The English Premier League, La Liga, Ligue 1, Bundesliga, Serie A and… the Chinese Super League? It may be an exaggeration to claim that the Chinese Super League is on par with those other leagues, but, whereas 5 years ago, any comparison would have been ludicrous, it is now not such a stretch to believe that the Chinese league might catch up to its European counterparts in the not too distant future.
There are a number of reasons that the Chinese league is rapidly rising. Ultimately, though, the Chinese are not reinventing the wheel; they are simply going toe to toe with their European counterparts. Despite a lack of TV deals, UEFA Champions League Football, or huge crowds, these Chinese clubs found the financial clout to buy some of the best players in the world. Guangzhou Evergrande was the first club to take the leap, and they are now the premier club in all of Asia. They boast talents like Robinho, Paulinho and Goulart. Their coach, Luis Felipe Scolari, is a World Cup winning coach. Their next mission is to win the Club World Cup. But the Guangzhou club is not alone. Shanghai SIPG has Asamaoah Gyan and Elkeson and is eyeing a move for Robin van Persie. Shanghai Shenhua has Fredy Guarin, Demba Ba, and Tim Cahill. Jiangsu Suning just bought Ramires from Chelsea and stole Alex Teixeira from under Liverpool’s noses. Guangzhou Evergrande just paid 42 million euros for Colombian superstar Jackson Martinez.
And although these clubs lacked TV deals and huge crowds in the past, things are changing just as rapidly off of the pitch as they are on the pitch. Last year saw an average attendance of over 22,000 people, which is a statistic that is on par with the averages in Serie A and Ligue 1. A league official told the Guardian that this season’s attendance average will be over 25,000, and why not? The improvement on the pitch is certainly worthy of greater support off of it. The same official boldly declared that by 2018, the Super League will be the third most-watched soccer league in the world, behind the English Premier League and the Bundesliga.
This possibility is not as far-fetched as it seems. In 2015, the Chinese broadcasters spent $9 million to broadcast Super League games. In 2016 alone, that number will jump to over $200 million as part of a $1.25 billion package over the next five years. Guangzhou Evergrande’s owners raised the value of the club from $15 million to $380 million in just four years. The club is already averaging an attendance over 45,000 people. Indeed, the Chinese Super League has no ceiling.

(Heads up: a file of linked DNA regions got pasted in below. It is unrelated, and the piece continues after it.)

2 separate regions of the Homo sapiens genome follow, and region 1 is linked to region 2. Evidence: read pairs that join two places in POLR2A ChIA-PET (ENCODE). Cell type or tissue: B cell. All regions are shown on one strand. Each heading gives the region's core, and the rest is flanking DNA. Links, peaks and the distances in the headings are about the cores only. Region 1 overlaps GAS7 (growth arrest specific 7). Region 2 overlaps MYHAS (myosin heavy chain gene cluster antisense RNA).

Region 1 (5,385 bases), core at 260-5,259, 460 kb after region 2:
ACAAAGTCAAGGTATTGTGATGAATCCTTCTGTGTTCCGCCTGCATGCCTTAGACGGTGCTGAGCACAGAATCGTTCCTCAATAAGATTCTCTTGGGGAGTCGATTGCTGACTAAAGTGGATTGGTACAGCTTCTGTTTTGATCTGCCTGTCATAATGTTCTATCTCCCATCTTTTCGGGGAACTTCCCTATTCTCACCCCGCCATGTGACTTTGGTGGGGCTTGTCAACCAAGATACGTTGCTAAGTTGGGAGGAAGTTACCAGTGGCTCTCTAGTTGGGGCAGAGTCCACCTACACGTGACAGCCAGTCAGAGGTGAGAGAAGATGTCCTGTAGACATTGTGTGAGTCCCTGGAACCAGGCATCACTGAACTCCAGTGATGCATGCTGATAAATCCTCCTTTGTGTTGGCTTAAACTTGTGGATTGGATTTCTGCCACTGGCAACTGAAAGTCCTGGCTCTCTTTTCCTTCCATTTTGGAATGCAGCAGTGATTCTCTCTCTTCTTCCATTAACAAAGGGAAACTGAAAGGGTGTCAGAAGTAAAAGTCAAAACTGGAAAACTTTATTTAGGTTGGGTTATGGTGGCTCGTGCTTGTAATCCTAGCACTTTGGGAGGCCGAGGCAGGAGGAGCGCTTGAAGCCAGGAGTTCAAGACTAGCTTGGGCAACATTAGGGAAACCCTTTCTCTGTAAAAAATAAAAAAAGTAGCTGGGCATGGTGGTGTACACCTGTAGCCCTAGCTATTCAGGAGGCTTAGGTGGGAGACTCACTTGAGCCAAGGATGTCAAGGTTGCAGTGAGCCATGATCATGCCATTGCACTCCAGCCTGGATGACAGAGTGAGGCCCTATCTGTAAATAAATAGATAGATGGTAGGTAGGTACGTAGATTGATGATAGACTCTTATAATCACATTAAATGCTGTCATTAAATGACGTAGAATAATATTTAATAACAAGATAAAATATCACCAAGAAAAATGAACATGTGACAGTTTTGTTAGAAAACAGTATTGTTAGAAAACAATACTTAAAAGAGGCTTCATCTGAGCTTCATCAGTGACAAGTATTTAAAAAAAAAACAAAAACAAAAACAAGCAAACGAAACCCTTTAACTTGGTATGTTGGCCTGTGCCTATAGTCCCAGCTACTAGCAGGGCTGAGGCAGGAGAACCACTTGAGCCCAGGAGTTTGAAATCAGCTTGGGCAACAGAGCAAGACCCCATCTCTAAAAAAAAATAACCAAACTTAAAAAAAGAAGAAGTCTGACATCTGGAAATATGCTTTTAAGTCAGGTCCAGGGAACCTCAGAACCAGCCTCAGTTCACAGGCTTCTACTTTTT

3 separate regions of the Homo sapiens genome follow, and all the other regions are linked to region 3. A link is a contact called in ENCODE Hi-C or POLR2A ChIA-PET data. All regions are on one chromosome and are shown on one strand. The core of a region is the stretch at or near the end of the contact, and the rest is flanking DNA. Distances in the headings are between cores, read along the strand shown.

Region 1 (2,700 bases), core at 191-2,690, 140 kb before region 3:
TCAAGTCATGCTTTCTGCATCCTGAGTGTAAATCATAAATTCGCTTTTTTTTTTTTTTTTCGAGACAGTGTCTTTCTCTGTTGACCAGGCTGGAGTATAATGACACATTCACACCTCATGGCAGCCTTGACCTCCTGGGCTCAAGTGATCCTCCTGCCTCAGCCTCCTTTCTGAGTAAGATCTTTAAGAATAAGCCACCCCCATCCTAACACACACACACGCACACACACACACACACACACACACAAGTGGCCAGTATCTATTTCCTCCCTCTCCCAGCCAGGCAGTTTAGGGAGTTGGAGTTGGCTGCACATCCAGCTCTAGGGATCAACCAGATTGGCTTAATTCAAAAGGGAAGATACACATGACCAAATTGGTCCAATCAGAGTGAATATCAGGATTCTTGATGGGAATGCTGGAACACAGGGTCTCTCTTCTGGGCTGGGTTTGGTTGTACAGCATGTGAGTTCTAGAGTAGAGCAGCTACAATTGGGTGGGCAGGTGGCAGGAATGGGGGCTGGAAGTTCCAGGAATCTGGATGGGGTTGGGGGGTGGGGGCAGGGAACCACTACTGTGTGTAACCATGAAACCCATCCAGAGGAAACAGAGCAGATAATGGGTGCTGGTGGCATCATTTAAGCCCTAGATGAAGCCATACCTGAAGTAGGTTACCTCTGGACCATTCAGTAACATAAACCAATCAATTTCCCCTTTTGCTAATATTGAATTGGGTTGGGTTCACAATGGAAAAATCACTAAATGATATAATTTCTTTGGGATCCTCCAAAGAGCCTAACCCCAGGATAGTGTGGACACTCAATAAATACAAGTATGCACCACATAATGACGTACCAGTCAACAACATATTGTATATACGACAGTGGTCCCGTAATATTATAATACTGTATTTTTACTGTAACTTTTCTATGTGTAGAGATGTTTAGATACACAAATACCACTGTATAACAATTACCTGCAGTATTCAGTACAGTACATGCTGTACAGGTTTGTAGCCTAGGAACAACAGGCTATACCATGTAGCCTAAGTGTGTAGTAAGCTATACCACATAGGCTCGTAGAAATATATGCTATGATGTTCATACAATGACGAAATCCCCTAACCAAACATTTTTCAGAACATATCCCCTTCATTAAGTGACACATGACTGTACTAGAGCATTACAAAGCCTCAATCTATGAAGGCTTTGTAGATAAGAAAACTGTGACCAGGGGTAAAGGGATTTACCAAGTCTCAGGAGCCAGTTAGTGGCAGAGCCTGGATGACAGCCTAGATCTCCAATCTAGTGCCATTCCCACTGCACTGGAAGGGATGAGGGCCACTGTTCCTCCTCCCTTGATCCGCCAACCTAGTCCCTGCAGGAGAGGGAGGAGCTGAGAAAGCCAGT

However, equally important to the Chinese is making strides on the domestic front as well. The overall reconstruction of the league has been strongly encouraged by Xi Jinping, who is the President of China and a massive soccer fan. The Chinese’s lone involvement in the World Cup was in 2002, where they failed to score a goal (CNN). Their lack of success has many reasons, one of which being that most parents don’t want their (usually one) child to pursue soccer when he/she could instead get a “real” job. However, with help from Real Madrid, Guangzhou has supposedly built the nicest soccer academy in the world in an attempt to raise the domestic talent in hopes of one day winning the World Cup. Many high ranking officials believe that the ultimate decider of whether the Chinese can compete with other European superpowers will be determined by their national team’s success in the coming years.
Ultimately, other than the Champions League, the Chinese Super League has every major ingredient to become a successful world power on and off the field. As the Guardian explains, “There’s money, the political will, the infrastructure, the passion, the ambition, and plenty of potential. Talk in Europe of whether the spending is sustainable is misguided. This is just one of many examples of the world’s second largest economy flexing its financial muscles.” And with players like Mario Balotelli, Steven Pienaar, and even Michael Carrick being linked with moves to China, who knows where the Chinese Super League will ultimately rank amongst the world’s best?